Which sounds like the usual grab bag of throwing anything at the wall during a story conference, rather than anything coherent to an overall concept. Man from Atlantis starts with an inclination towards verisimilitude, however, with Mark washed up on a beach and subjected to standard – debilitating; one is eerily reminded of suggestions early coof patients, the ones with the reported symptoms that scared everyone silly, were being given treatments that only exacerbated their difficulties  – ER procedures until Dr Elizabeth Merrill (Belinda J Montgomery), a super-keen diver, has the bright idea of dunking him in the ocean. Of course, anyone apprised of that gilly chest and webbed fingers, dolphin characteristics and cat-like eyes capable of seeing at ocean depths might have assumed as much, but such nuggets come with later, more extensive examination. 

Mark: I do not speak the language of fish. The inner current took me to the deep sound channel and I listened to the whales talk. I felt the presence of your submarine and I followed it. 

Mark’s diet is one of kelp and plankton. Yum.  He has amnesia. Cripes. What’s clear from what he does know and is aware of, however, is that he’s a very different kettle of fish to your average human. He (or his race) didn’t simply adapt to underwater conditions following a catastrophe. When Schubert describes one of his goals – to create Homo aqualis, the water breathing man – Mark “philosophically” replies “When he learns to breathe water, he will no longer be a man”. He doesn’t speak fish, but he does speak killer whale (“They tell me they wish to go home”). Least winningly, Mark displays a guileless innocence when it comes to human emotions and customs, suggesting a by-now-somewhat-hackneyed Mr Spock sheen that’s only tarnished slightly at the very end, when his memory’s flooded with flashbacks of all the larks he had with humans – and especially Elizabeth, in a slightly less queasy, interspecies fashion than The Shape of Water (he asks her to explain feelings and tastes her salty tear).

Admiral Pierce: The water. Keep him away from the water!

One might posit that the “Atlantean” represents a distinctive stratum of awareness, a metaphor for a higher density (albeit, Mark is above humans in an almost naïve sense). Or alternatively, that they represent the “things” of Cayce (animal characteristics mixed with a human form). Or even, with his detachment and ignorance of emotions, that he’s in the lineage of the Lumanians and the limitations they placed on free will (and particularly a capacity for violence). The problem with any such speculation is that there’s no intimation any thought was given to Atlantis – or any lost civilisation – beyond the title. Plus, much as Mark comes into his own underwater (bending steel bars with a single length), he’s afflicted by very defined frailties that provide a counterpoint to his superior traits: he can be blinded with light, or fried with ultrasonics, or just kept away from water “until you gasp like a frog in the desert”.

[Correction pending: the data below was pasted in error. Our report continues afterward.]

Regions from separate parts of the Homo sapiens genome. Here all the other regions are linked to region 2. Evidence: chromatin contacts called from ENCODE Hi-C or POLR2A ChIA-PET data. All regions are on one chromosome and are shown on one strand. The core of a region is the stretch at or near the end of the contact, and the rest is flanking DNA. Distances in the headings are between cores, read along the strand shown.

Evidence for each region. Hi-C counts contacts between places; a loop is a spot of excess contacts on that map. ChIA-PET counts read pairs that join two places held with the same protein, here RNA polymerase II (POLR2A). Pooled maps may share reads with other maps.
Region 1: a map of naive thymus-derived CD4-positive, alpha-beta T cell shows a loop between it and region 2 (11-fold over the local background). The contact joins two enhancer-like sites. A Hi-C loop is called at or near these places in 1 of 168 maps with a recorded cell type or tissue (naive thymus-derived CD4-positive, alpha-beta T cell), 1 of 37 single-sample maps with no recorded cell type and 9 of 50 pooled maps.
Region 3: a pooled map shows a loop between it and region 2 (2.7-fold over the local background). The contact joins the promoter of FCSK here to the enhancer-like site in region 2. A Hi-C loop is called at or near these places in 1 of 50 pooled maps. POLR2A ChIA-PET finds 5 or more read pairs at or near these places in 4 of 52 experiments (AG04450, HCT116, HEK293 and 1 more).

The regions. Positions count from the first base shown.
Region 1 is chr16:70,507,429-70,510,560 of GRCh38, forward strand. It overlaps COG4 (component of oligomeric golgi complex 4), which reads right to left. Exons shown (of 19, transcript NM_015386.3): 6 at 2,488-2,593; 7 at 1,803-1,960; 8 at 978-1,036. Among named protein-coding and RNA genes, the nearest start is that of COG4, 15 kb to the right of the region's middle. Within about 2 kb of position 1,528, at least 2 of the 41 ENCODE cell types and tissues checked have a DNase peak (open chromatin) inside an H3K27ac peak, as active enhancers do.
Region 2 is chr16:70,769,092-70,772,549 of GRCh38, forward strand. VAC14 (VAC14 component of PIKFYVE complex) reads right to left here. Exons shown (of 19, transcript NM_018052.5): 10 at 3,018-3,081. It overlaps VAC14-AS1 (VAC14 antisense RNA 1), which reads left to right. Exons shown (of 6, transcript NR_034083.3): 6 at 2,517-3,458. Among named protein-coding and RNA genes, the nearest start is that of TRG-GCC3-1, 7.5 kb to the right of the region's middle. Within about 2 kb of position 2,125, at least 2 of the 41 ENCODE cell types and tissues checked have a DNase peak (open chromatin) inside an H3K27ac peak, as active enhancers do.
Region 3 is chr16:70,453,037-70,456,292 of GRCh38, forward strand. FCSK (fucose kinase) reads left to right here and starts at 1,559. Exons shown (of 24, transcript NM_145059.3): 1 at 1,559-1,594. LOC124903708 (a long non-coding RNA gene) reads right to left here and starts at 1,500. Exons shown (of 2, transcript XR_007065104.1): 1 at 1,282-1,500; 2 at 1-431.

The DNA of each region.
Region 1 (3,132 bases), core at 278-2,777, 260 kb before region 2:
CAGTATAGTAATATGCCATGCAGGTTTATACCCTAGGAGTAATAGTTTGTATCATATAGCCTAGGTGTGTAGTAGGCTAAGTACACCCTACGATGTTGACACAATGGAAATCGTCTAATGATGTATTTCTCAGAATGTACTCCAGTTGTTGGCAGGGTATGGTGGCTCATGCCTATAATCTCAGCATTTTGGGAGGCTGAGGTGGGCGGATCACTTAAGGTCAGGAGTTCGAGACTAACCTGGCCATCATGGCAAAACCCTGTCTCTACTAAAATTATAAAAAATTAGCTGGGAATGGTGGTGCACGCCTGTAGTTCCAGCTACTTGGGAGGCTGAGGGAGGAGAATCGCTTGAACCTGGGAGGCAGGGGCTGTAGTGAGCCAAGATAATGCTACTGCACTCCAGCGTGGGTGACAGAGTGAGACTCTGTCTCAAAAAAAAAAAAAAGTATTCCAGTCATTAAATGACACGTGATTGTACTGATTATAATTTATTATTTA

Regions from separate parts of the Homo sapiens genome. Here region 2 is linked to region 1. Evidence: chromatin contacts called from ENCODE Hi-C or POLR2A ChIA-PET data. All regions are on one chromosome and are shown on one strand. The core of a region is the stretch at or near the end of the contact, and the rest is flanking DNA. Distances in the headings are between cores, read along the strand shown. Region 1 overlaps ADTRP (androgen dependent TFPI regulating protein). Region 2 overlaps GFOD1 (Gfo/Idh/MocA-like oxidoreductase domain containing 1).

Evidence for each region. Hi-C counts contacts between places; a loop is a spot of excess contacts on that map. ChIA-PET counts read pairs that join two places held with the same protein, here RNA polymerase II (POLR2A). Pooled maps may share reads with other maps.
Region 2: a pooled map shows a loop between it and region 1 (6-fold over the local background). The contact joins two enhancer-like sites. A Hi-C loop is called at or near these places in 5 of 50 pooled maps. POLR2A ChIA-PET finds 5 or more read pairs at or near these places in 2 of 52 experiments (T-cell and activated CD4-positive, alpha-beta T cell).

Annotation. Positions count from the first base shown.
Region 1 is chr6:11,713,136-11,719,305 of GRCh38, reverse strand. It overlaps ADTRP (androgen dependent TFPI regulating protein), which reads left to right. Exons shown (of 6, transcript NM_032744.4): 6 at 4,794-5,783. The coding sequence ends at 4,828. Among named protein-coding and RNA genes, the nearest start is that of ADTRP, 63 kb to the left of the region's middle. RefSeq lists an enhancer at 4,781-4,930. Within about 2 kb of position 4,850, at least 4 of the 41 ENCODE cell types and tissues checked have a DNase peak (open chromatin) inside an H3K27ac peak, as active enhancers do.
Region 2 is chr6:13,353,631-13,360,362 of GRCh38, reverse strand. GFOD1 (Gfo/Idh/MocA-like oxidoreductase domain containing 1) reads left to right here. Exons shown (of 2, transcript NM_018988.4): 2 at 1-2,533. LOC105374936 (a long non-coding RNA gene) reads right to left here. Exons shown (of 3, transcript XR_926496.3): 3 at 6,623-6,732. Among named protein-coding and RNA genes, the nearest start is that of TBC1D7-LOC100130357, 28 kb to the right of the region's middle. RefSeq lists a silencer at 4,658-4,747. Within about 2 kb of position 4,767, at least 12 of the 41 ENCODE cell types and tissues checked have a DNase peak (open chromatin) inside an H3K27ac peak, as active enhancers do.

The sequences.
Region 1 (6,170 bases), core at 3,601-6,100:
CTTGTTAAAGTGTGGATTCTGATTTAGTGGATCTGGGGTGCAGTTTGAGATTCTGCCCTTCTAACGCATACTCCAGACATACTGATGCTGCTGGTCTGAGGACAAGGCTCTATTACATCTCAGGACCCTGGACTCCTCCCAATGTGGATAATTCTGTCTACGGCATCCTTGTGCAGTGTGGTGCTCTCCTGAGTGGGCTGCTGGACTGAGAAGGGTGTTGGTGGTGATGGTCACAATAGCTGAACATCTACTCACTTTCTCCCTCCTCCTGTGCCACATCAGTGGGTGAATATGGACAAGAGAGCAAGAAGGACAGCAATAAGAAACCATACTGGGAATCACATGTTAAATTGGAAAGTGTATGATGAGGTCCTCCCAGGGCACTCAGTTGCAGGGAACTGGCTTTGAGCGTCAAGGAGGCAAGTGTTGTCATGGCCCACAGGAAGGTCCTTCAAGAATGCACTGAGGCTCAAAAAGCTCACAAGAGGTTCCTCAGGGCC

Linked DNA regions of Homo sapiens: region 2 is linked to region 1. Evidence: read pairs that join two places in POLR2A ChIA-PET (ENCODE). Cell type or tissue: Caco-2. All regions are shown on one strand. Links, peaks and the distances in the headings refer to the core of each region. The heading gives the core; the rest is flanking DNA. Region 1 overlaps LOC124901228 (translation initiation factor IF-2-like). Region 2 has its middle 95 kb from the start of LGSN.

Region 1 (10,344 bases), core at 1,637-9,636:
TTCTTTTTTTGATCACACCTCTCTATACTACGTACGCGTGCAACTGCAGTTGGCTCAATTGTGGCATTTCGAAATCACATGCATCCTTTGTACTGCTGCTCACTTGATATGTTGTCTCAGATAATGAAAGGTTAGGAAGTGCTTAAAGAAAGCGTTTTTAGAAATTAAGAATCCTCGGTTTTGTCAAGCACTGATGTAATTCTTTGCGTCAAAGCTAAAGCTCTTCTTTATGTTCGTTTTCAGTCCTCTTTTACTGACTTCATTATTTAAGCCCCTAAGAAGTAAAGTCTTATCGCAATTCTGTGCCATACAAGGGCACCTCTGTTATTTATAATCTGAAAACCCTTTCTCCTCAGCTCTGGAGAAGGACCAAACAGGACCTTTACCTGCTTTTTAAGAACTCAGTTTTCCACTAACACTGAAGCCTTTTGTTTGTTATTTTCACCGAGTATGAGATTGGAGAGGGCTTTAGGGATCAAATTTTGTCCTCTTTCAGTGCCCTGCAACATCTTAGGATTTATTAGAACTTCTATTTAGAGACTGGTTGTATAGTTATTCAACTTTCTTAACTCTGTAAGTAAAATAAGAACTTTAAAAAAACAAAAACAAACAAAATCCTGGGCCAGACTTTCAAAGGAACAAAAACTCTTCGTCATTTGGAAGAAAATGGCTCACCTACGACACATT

Mark: There are no sea monsters in the place you call the trench.

Admiral Pierce (Art Lund) is amiable but unswerving over Mark’s responsibilities (orders are “When people older and wiser tell us what to do. As long as you are here, you have to obey orders too”). Mark isn’t too chuffed at this, but he’s even less so at Schubert, who effectively wants to release the Earth from the blight of man; Mark, in response to Elizabeth’s negotiating, has agreed to dive down the Mariana Trench to find a lost submersible (also where a Russian research sub and French sub have gone missing: “A very dangerous part of the world”). 

Schubert: I am the original recycle king.

He discovers Schubert and his underwater base are responsible; various scientists have been pressed into working for rotund villain, compliance ensured by mind-control bracelets. Buono is a lot of fun, considerably more so than Curt Jürgens in The Spy Who Loved Me, but the pilot otherwise culminates in your usual countdown to destruction, averted in the nick of time (00.03) and preceded by entreaties to join the bad guy in his triumph (who, this being a series, lives to flaunt his bushy beard another day).

Mark: I have not learned enough.

Duffy’s swimming is impressively athletic, particularly considering that’s clearly him striking a fishy pose (those contacts are also evidently uncomfortable at times). He was a hit, even if the series wasn’t, as he immediately went on to Dallas, where he didn’t need to strip down to his shorts and shave his body hair every day. The series is perhaps a move on from the sword-and-sandals approach to Atlantis pictures found during the ’60s, but its reticence over the status of its leading aqua man leaves it neither fish nor fowl.